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cowboyclamper

Clamped within a few minutes in a resident's parking bay

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Hi - I've tried to find the answer to my issue on this site, but haven't found the same scenario. Basically, I rent a parking bay outside my flat. To park there, you need to display a valid permit. My mum popped round to my flat one day recently, to drop off some post for me. I keep a spare permit in my flat for her to use if she needs to use my space. Sadly, by the time she got back to her car (must have been 2-3 mins) Parking Control Services (who by all accounts on this site seem to be cowboys) had clamped her. She paid the (unreasonable?) sum of £205 to have the clamp removed (£125) and fine (£75) paid (plus £5 for paying by card).

 

I would like to know if we have any chance of claiming the money back. It is too late to withdraw the payment. In my unqualified opinion, I think that

- the charge is unreasonably high

- possibly administered wrongly (a Penalty Charge Notice was stuck to her windscreen). I have seen elsewhere that private companies shouldn't use these?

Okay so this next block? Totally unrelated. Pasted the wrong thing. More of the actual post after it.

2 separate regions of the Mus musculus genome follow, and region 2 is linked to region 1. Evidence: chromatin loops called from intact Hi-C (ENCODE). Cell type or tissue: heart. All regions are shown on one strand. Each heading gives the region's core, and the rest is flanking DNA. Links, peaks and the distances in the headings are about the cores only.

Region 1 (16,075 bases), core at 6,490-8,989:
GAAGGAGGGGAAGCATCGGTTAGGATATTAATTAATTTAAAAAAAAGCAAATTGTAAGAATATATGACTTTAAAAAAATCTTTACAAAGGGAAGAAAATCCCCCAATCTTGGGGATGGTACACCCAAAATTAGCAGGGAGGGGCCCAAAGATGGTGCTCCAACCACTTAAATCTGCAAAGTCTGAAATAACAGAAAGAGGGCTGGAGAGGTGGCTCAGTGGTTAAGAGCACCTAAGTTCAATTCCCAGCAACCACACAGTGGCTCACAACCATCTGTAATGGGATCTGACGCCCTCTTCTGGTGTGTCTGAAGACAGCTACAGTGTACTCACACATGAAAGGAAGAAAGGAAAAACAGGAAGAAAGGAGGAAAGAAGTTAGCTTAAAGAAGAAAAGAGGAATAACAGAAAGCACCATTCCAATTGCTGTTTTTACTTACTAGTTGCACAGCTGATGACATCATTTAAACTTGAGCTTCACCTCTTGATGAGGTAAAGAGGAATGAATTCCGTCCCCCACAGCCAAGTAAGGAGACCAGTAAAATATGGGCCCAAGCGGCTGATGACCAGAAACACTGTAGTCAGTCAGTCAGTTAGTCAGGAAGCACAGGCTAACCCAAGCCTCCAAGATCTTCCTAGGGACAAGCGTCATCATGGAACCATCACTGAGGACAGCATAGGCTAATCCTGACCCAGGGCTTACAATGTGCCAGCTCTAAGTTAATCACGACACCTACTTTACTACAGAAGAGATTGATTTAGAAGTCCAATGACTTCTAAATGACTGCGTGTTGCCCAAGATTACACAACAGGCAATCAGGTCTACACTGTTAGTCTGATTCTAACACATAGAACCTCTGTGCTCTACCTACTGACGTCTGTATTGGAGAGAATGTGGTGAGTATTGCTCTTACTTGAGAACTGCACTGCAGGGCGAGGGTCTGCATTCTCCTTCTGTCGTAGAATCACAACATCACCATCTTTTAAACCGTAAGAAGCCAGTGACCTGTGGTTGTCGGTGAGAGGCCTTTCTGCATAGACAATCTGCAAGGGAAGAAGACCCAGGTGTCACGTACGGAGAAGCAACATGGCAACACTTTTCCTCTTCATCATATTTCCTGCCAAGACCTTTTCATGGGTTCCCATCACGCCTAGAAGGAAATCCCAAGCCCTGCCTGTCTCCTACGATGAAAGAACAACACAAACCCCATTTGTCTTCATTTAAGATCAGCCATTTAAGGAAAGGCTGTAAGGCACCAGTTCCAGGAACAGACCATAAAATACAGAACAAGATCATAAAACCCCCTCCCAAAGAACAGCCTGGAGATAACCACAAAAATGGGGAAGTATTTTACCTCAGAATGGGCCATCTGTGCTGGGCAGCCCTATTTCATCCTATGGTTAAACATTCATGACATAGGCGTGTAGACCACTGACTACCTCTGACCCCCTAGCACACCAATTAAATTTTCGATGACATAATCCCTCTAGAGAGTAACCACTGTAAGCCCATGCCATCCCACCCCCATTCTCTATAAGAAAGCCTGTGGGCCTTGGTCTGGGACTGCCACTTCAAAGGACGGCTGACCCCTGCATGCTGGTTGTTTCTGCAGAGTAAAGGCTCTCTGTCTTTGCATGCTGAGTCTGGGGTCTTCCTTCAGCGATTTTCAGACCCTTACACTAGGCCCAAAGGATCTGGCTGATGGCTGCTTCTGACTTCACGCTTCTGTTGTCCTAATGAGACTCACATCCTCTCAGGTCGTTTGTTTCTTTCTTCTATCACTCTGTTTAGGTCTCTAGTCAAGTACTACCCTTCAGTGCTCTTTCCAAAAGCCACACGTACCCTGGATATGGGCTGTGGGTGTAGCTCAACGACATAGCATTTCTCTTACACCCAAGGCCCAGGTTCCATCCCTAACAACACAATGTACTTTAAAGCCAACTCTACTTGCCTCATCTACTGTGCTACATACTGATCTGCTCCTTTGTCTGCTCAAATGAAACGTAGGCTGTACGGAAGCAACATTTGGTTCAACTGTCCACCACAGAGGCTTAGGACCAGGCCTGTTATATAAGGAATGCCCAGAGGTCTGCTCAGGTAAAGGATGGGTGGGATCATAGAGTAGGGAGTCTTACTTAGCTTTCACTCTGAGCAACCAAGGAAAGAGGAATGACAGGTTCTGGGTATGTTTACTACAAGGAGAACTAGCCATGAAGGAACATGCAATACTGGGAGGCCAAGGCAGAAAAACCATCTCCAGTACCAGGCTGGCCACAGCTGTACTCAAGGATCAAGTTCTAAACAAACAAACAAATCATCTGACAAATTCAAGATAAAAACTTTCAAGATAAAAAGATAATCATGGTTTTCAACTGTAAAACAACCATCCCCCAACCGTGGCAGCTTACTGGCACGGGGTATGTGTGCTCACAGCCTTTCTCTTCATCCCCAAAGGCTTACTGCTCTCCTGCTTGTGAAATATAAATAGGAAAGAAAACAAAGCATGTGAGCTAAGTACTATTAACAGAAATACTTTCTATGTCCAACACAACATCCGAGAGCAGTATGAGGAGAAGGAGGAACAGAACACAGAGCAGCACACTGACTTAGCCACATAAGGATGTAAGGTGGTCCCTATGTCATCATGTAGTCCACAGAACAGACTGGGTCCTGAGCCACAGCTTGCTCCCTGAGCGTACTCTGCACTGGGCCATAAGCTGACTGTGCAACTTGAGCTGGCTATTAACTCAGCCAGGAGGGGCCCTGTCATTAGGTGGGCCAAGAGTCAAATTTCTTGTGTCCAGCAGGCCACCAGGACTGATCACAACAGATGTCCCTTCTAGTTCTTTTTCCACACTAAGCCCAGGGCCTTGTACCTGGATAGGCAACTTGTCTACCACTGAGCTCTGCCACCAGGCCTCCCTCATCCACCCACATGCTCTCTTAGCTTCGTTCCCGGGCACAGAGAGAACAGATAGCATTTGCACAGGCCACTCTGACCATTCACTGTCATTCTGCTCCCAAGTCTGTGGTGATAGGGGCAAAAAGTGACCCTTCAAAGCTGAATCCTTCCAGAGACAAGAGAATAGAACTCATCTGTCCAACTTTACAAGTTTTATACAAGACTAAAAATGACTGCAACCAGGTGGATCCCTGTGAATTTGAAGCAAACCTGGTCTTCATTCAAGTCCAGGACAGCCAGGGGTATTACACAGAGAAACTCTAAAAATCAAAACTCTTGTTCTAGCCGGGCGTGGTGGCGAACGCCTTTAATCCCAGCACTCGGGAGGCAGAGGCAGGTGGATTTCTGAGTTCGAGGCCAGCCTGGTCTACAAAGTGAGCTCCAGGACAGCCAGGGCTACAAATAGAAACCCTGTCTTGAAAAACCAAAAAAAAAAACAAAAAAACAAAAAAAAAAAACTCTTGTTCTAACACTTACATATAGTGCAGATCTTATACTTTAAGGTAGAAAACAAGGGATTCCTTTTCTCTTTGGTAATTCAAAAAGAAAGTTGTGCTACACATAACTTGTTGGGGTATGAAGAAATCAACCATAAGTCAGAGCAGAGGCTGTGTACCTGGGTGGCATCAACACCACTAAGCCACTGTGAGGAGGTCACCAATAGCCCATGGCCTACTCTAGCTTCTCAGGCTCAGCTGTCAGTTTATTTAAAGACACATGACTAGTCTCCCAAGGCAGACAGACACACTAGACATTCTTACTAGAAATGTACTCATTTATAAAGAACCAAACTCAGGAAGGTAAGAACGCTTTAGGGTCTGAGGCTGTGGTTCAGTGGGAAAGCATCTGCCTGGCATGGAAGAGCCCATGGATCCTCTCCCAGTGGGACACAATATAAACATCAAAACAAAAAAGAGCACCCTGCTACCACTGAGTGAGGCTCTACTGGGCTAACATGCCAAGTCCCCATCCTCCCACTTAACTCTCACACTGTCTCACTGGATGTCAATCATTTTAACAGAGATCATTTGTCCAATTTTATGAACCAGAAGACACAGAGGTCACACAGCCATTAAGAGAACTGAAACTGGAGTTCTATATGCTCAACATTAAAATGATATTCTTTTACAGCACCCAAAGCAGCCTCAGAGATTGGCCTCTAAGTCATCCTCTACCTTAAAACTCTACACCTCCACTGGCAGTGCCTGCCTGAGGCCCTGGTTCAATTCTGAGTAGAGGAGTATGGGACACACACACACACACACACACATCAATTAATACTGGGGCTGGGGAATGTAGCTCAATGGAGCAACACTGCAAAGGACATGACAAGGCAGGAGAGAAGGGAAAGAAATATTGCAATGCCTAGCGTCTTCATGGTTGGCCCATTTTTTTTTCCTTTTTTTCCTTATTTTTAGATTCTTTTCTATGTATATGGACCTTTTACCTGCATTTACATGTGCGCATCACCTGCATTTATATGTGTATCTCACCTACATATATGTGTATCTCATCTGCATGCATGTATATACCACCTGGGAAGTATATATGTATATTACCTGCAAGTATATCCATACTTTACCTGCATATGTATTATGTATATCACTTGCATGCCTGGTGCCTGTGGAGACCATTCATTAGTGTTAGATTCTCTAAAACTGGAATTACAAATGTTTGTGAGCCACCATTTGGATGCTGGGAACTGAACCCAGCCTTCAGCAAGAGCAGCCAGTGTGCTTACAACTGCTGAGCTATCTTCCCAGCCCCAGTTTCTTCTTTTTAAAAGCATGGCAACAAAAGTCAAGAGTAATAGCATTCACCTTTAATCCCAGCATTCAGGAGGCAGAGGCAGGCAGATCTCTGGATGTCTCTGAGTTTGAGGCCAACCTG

- lastly, I wonder if one has to be allowed a reasonable amount of time to display the permit. I am sure she was parked for less than 5 mins. I understand that you are allowed 5 mins to obtain a ticket at a parking meter. Same rules for permit bays? She was on her way back to the car with the correct permit! How annoying!!

 

Any help much appreciated - thank you.

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Why is it to late to withdraw the payment?

 

Correct, private companies cannot issue "fines" or "penalties". If they claim it was a fine then that will help if you have to go the (messy) way of court to get your money back.

 

Any "rules" you refer to about time to get a ticket from the meter etc only apply to legit council parking, not rouge fly-by-night [problem] merchants unfortunately.

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Hi, thanks for the reply. Ok, well it sounds like it might be tricky to claim money back now that it has been paid. Not that mum had a choice since they clamped her car. I'll see if we can still withdraw the card payment - if we can, what do you think Parking Control Services will do next? Would we have a leg to stand on, or would we have to pay eventually anyway?